This seal, based upon the previous seal, was adopted by a majority of the Board of Supervisors on September 14, 2004, after the American Civil Liberties Union threatened a lawsuit over the presence of a cross in the previous seal. The cross, the goddess Pomona, and the oil derricks were removed and/or replaced.
This seal was designed by by former Supervisor Kenneth Hahn and drawn by Millard Sheets. It was adopted by the Board of Supervisors on January 2, 1957 and became effective on March 1, 1957.
This version never actually became the official county seal, but rather an insignia to be displayed on county vehicles (as today the official seal is displayed on county vehicles). On June 13, 1939, on motion of Los Angeles County Supervisor Oscar L. Hauge, the Board of Supervisors adopted a resolution ordering that "all county cars be suitably labeled by an appropriate insignia; that said insignia should be in keeping with the dignity and the importance of the County of Los Angeles; and said insignia should depict and properly display commerce, shipping, agriculture, airplane manufacturing, the motion picture industry, the petroleum industry and recreation and use the outline of the county."
In order to attract talented artists to submit entries for the proposed insignia, a contest was publicized, offering $100 "for the best and most suitable design to be approved by the Board."
On August 10, 1939, from among 107 entries, the Board selected a design by California artist Orpha Mae Klinker (who, incidentally, was said to have also designed the official flag for the City of Beverly Hills). Payment of $100 was authorized for her and County Counsel was instructed to prepare a contract of release and assignment to the County of all copyright privileges.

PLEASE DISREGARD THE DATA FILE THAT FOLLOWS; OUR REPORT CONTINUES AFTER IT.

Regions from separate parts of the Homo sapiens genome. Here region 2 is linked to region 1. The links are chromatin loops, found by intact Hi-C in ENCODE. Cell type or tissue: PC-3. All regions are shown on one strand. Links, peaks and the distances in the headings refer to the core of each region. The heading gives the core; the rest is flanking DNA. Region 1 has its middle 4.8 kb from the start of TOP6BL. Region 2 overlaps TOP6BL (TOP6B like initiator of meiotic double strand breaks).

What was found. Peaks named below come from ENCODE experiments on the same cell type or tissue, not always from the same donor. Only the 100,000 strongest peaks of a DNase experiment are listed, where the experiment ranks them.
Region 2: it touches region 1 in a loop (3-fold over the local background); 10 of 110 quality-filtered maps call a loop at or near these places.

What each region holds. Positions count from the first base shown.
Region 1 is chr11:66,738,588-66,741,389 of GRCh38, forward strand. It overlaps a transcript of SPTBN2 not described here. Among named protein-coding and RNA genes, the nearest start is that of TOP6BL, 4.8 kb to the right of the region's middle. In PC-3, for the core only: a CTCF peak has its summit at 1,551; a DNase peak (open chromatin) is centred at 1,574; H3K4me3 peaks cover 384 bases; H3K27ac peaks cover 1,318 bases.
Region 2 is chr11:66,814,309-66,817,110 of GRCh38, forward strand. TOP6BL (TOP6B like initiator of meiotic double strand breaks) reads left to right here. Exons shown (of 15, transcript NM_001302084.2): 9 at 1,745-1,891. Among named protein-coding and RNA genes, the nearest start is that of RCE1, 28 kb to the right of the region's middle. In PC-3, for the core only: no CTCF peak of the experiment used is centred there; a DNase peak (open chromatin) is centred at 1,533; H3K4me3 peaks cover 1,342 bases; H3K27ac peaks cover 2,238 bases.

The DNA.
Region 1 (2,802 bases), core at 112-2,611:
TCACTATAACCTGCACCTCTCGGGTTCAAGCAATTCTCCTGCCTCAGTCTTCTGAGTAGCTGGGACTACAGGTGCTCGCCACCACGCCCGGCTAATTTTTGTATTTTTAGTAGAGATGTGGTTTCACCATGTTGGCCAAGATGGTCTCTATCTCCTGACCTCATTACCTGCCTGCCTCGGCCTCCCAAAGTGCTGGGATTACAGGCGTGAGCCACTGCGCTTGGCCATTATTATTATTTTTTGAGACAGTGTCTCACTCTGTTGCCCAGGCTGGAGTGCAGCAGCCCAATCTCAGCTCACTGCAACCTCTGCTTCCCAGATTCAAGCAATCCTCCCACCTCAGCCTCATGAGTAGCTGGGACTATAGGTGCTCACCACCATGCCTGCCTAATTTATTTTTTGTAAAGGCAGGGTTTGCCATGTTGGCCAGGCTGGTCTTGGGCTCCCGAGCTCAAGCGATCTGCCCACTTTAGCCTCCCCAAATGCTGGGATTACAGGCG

The Los Angeles Times offered a description of Klinker’s design. “The county boundaries are outlined in gold, indicative of the first discovery of gold in Los Angeles County by Francisco Lopez in 1842, also indicative of the wealth of the county. The design is set against a ribbon of the American colors, red, white and blue. On one side of the ribbon is the setting sun with rays lighting the horizon. The lower half of the design is in azure blue, representing the clearness of the western cloudless sky.”
A few days later, on August 15, for an undetermined reason, the Board rescinded the August 10 order regarding Klinker’s design. Instead, they reissued a new order that seemed to repeat the earlier order. It again approved Klinker's design as insignia for county equipment, authorizing the purchasing agent to purchase the design from her, together with all rights for use, for $100.
This seal was submitted to the California Secretary of State in 1887.